Five observational studies from Canada found an association between seasonal influenza vaccine receipt and increased risk of pandemic influenza H1N1 2009 infection. This association remains unexplained. Although uncontrolled confounding has been suggested as a possible explanation, the nature of such confounding has not been identified. Observational studies of influenza vaccination can be affected by confounding due to healthy users and the influence of social determinants on health. The purpose of this study was to investigate the influence that these two potential confounders may have in combination with temporary immunity, using stratified tables. The hypothesis is that respiratory virus infections may activate a temporary immunity that provides short-term non-specific protection against influenza and that the relationship with being a healthy user or having a social determinant may result in confounding.
We simulated the effect of confounding on vaccine effectiveness assuming that this could result from both social determinants and healthy user effects as they both influence the risk of seasonal influenza and non-influenza respiratory virus infections as well as the likelihood of being vaccinated. We then examined what impact this may have had on measurement of seasonal influenza vaccine effectiveness against pandemic influenza.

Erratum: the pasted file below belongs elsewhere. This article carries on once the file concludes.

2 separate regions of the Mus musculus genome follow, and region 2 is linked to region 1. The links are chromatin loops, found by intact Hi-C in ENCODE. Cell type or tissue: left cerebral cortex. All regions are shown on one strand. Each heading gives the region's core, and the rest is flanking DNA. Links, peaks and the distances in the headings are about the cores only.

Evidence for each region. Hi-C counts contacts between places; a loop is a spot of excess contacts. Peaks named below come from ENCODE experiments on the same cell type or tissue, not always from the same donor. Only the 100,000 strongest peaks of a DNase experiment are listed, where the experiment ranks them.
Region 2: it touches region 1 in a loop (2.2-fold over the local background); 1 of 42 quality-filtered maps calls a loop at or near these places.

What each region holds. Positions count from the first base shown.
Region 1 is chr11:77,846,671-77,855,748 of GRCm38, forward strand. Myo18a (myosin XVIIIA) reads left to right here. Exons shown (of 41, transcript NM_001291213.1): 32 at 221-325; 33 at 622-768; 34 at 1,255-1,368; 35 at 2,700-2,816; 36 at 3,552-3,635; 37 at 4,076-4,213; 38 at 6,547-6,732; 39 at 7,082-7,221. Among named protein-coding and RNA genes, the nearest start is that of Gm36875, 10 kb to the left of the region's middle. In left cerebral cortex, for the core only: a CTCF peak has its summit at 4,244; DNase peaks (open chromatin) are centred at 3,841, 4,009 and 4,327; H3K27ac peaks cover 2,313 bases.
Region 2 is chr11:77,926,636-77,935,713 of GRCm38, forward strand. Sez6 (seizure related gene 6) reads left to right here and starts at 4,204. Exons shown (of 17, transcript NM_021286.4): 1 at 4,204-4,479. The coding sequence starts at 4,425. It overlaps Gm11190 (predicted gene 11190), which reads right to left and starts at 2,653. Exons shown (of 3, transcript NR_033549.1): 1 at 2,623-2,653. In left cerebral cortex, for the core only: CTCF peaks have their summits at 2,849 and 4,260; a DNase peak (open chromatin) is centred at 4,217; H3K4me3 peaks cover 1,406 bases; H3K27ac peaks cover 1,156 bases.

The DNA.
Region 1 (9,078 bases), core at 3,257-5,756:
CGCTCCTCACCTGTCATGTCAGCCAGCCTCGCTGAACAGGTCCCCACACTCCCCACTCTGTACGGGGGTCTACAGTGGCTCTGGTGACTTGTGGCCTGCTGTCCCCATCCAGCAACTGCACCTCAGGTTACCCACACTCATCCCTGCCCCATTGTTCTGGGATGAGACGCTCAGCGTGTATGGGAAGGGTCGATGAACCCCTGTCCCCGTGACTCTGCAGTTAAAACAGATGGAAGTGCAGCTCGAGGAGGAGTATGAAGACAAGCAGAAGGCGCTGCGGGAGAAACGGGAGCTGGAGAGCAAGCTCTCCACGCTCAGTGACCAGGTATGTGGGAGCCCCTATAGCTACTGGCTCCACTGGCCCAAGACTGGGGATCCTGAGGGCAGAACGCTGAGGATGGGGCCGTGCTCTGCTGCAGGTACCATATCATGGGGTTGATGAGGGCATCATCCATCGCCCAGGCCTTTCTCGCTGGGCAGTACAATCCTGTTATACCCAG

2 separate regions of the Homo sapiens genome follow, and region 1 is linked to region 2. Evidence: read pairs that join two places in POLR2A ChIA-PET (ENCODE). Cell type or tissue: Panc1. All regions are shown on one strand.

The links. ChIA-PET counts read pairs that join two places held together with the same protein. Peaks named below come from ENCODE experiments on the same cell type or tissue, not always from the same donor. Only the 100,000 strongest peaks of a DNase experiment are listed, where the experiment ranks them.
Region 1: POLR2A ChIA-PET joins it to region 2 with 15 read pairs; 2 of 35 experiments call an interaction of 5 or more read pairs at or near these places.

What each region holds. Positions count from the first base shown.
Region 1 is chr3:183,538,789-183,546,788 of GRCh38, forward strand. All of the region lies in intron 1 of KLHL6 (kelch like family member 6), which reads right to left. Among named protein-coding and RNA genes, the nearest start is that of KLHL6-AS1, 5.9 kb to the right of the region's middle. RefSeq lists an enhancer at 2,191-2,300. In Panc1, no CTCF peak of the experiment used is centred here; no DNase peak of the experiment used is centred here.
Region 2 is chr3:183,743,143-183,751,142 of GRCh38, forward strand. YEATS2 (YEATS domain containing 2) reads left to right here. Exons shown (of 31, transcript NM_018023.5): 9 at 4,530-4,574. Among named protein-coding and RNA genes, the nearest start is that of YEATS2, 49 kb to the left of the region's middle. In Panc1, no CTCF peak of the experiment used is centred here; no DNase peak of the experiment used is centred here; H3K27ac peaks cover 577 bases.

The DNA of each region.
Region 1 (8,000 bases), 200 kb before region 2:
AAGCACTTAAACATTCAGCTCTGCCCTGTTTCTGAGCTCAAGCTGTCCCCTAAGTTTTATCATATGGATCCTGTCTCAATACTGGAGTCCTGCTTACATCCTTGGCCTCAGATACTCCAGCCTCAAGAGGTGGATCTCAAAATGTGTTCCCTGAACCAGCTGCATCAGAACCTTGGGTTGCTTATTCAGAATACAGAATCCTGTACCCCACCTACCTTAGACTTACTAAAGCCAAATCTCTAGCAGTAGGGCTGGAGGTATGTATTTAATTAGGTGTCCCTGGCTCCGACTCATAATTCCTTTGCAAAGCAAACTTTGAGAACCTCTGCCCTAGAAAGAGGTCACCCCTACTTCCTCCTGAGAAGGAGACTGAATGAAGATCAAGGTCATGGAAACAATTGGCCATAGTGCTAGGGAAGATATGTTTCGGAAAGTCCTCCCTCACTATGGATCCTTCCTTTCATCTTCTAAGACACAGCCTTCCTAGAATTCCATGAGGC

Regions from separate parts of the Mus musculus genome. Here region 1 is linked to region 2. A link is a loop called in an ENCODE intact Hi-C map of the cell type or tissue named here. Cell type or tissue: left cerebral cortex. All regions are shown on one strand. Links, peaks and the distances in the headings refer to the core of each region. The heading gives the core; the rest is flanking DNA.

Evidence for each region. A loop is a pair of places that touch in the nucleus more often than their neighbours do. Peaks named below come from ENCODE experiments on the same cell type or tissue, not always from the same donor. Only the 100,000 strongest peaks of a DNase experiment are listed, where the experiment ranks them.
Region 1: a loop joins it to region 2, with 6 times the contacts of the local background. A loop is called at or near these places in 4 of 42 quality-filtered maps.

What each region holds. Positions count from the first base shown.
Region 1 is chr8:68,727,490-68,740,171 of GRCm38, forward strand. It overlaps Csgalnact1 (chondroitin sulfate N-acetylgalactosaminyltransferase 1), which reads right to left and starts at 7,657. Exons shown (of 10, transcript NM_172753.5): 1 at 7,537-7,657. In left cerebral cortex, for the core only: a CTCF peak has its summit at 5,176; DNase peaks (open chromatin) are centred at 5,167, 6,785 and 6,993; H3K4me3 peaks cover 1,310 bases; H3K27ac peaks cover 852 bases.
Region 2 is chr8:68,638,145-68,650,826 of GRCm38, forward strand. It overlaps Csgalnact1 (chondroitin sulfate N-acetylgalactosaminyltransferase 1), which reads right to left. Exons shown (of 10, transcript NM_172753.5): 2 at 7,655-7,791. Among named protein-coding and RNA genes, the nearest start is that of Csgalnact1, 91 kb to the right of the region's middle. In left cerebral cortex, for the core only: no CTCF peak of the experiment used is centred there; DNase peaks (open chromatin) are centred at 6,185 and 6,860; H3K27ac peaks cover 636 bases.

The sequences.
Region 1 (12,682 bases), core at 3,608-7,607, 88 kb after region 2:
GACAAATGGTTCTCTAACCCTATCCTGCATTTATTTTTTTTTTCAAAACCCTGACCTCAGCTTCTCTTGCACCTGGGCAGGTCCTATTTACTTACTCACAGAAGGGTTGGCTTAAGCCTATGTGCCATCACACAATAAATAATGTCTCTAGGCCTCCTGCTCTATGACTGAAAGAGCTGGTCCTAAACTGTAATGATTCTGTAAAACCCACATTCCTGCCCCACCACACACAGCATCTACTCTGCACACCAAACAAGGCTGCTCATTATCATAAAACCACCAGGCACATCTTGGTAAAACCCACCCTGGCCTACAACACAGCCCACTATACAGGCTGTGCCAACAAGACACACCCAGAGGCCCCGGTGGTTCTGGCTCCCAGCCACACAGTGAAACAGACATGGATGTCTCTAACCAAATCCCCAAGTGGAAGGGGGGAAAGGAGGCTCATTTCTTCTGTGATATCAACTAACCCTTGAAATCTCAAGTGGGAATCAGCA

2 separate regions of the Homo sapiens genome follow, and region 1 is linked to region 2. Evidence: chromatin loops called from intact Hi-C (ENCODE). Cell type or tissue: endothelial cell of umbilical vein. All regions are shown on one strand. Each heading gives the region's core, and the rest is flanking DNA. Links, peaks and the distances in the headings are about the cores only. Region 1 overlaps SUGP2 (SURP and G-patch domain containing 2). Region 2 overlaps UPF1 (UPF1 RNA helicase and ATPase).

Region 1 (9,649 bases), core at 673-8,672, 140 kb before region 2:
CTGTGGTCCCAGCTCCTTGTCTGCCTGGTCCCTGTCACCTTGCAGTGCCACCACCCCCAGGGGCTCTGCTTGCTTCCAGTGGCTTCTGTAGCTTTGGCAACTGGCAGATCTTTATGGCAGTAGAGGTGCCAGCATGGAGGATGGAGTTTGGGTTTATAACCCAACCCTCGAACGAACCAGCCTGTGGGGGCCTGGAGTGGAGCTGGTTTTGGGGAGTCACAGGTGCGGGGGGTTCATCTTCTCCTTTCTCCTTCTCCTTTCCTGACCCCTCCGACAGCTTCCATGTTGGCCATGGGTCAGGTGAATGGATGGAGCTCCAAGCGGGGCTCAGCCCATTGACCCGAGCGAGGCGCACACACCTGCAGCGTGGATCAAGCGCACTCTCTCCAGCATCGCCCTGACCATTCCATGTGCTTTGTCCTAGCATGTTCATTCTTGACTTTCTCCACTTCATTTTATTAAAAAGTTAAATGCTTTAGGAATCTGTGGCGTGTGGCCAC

In this simulation, failure to adjust for healthy users and social determinants would result in an erroneously increased risk of pandemic influenza infection associated with seasonal influenza vaccination. The effect sizes were not however large.
We found that unmeasured healthy user effects and social determinants could result in an apparent association between seasonal influenza vaccine and pandemic influenza infection by virtue of being related to temporary immunity. Adjustment for social determinants of health and the healthy user effects are required in order to improve the quality of observational studies of influenza vaccine effectiveness.
Keywords: Influenza, Influenza vaccination, Confounding, Epidemiology